Typically, and I would love to claim rhetorically, I’ve managed to attach a whopping remora of piecemeal theory on to the silent, absent body of the elephant in the room. “What’s that?” you say. Oh, right, the ‘music.’ Someone relevant once said, “I’ve got nothing to say, and I’m saying it” — and to be honest, the theoretical knee-jerk is what inevitably rises up in my throat, in a grotesque feat of anatomical mixed-metaphor, after an extended listen to Oval’s O, or any Oval album for that matter.
Some footnotes to the critical footnote, then. An extended listen it certainly is, with 70 tracks arranged over two CDs, cleverly structured to alternate drum-laden tracks (Drums! What presence!) with non-drum-laden tracks on the first disc, followed by a second disc of sub-one-and-a-half-minute tracks that Popp has referred to as an extended set of ringtones. One ear is thus tuned to the popular tropes of mass media communications and their evil, possibly fictional, twin, the foreshortened attention span. Whether characterized as pitiful dwarves or romantically transient vapors, they are beautiful. My favorite is disc two’s “Koral,” a chorale of stepped tones and suspended symmetry. If I had a better mobile it would be my ring and txt and alarm sound of choice. The choice of a generation, probably no. Therein lies yet another critical direction.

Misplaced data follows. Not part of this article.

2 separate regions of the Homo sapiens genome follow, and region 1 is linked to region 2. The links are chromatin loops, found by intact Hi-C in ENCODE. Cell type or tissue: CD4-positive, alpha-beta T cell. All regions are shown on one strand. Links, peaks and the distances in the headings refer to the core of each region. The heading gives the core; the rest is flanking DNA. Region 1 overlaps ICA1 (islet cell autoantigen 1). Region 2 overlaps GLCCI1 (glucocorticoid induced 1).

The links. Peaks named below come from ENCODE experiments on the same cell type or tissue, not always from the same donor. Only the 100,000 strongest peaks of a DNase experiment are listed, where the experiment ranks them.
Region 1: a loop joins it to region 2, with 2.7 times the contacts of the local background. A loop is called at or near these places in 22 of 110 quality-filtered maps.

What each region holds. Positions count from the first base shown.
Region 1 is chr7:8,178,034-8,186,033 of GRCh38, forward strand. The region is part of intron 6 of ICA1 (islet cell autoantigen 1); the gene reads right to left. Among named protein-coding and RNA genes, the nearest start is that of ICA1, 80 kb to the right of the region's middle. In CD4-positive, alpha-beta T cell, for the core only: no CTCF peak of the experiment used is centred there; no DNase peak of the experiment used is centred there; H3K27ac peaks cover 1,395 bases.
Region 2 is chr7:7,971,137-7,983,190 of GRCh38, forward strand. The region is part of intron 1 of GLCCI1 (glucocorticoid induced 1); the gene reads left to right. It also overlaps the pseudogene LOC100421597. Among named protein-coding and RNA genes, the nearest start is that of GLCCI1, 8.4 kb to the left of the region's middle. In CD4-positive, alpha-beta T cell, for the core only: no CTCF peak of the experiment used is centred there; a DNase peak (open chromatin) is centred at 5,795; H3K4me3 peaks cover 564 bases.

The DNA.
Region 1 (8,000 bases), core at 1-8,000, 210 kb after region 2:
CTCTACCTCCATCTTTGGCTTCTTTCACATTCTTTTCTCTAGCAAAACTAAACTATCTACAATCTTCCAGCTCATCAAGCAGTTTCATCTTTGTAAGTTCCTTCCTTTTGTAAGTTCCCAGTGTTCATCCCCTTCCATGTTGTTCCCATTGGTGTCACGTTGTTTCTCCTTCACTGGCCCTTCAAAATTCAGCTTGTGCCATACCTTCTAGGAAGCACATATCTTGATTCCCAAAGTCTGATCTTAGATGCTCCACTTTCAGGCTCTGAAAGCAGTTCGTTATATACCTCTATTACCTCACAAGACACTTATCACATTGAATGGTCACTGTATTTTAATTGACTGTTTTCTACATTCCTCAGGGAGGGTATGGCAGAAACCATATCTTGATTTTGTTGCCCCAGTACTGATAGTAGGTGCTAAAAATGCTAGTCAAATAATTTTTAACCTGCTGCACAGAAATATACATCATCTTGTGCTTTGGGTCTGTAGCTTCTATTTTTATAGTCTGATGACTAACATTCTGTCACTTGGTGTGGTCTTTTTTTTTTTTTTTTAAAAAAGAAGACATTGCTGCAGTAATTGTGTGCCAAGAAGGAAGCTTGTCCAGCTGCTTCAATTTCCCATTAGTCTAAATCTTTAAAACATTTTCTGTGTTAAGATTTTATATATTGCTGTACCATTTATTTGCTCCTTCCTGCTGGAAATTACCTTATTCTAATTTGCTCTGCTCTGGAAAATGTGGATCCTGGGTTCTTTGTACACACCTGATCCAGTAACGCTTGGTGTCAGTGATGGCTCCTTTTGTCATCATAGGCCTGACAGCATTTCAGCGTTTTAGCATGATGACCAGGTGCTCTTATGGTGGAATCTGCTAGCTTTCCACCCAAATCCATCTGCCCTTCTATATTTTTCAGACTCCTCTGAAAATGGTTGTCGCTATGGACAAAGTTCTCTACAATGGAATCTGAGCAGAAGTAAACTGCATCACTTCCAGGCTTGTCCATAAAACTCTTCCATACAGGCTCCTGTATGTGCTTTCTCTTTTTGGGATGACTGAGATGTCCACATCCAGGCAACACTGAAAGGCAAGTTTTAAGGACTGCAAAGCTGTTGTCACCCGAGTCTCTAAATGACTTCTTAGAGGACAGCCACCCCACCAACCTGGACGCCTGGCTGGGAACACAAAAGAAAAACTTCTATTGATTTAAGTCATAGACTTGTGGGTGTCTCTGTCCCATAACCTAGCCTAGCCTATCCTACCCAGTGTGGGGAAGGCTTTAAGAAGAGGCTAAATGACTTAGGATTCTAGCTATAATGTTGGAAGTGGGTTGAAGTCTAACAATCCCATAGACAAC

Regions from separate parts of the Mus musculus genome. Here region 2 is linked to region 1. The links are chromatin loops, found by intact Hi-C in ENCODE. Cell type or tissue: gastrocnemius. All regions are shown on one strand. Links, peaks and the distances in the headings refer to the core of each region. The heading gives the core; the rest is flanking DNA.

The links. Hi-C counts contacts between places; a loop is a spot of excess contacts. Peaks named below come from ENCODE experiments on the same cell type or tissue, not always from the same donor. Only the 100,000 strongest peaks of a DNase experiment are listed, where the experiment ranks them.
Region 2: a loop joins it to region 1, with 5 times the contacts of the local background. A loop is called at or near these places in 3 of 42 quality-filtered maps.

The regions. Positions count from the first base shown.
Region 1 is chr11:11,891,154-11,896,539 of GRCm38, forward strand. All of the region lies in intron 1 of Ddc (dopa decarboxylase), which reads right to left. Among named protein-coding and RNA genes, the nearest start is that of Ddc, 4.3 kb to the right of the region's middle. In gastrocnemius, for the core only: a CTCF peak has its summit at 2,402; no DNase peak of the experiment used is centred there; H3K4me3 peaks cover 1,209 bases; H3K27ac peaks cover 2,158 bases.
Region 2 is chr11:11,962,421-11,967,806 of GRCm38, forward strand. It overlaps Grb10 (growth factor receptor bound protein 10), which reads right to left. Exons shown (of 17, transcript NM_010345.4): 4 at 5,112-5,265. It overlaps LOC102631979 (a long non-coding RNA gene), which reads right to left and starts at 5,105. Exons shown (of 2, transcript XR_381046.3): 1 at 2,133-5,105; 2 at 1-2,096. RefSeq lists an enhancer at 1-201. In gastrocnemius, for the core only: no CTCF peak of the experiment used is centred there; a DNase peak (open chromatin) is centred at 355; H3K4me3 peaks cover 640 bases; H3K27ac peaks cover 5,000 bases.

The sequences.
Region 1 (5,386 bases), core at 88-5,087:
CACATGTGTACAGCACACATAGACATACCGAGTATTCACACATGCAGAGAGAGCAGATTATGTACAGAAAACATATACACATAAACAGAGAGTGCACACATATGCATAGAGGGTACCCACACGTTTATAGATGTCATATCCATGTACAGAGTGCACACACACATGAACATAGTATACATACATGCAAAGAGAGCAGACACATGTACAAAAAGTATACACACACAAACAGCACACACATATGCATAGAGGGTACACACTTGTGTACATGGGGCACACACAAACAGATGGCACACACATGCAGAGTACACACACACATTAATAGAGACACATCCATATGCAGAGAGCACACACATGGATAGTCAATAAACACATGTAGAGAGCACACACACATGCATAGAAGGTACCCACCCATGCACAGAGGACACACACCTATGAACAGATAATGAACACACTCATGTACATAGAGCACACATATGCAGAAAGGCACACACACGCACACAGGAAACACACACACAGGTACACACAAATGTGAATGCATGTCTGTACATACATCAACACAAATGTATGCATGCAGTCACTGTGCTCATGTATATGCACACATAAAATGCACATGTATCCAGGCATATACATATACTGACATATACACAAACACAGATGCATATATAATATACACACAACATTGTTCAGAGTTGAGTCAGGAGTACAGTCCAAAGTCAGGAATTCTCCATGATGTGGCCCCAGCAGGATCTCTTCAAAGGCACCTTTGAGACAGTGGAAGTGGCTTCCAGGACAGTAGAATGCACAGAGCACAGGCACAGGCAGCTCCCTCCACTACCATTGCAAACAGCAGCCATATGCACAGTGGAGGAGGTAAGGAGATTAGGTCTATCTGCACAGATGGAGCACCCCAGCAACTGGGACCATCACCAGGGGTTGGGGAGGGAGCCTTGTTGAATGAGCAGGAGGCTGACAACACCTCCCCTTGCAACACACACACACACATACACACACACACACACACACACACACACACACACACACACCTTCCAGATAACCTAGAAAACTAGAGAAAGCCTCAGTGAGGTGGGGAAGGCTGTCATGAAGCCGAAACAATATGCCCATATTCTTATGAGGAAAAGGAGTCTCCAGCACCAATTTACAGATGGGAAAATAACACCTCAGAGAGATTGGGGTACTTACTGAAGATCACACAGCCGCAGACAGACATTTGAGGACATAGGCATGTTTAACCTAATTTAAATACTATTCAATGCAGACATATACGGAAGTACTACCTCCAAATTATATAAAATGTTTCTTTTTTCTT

Lest I digress. In situ and as per usual, the opacity of a laptop performance results in the transparency of the musician that has been touted as recently emergent in the long dormant maestro of the inorganic. It enacts the criticism of an easy identification of musician with music and so forth, but even as Popp gurns, sweats, and chews his way through some variations on O in the key of board, all I can think about is his bad shirt and the timeless stretch I’ve spent trying to parse his performative gestures against the sounds — really quite beautiful, sometimes abrasive, always engaging sounds that I’m hearing. I’m having trouble not listening to the gawping crowd ruminate (even snigger) out loud amidst the glitch and interstices of the performance (save it for the blogs, people), and I’m thinking that I’d be much, much happier listening to this really quite beguiling album between two high-performance headphones at home with a copy of Wire and a box of Kleenex ready at hand.
The beauty of Oval is not in performance, I conclude. Performance seems sidelined, and so the newborn musician is thrown out of the window with the subprofound critical bathwater. The beauty of Oval lies in the abandonment of easy gestures in the name of music, in whatever domain. For instance, I’m sure that neither Popp, his own critic, nor other critics (myself included), hovering at the margins of Oval, can talk us out of the beauty described by the forms sound can assume. Whom do I thank for this pleasure?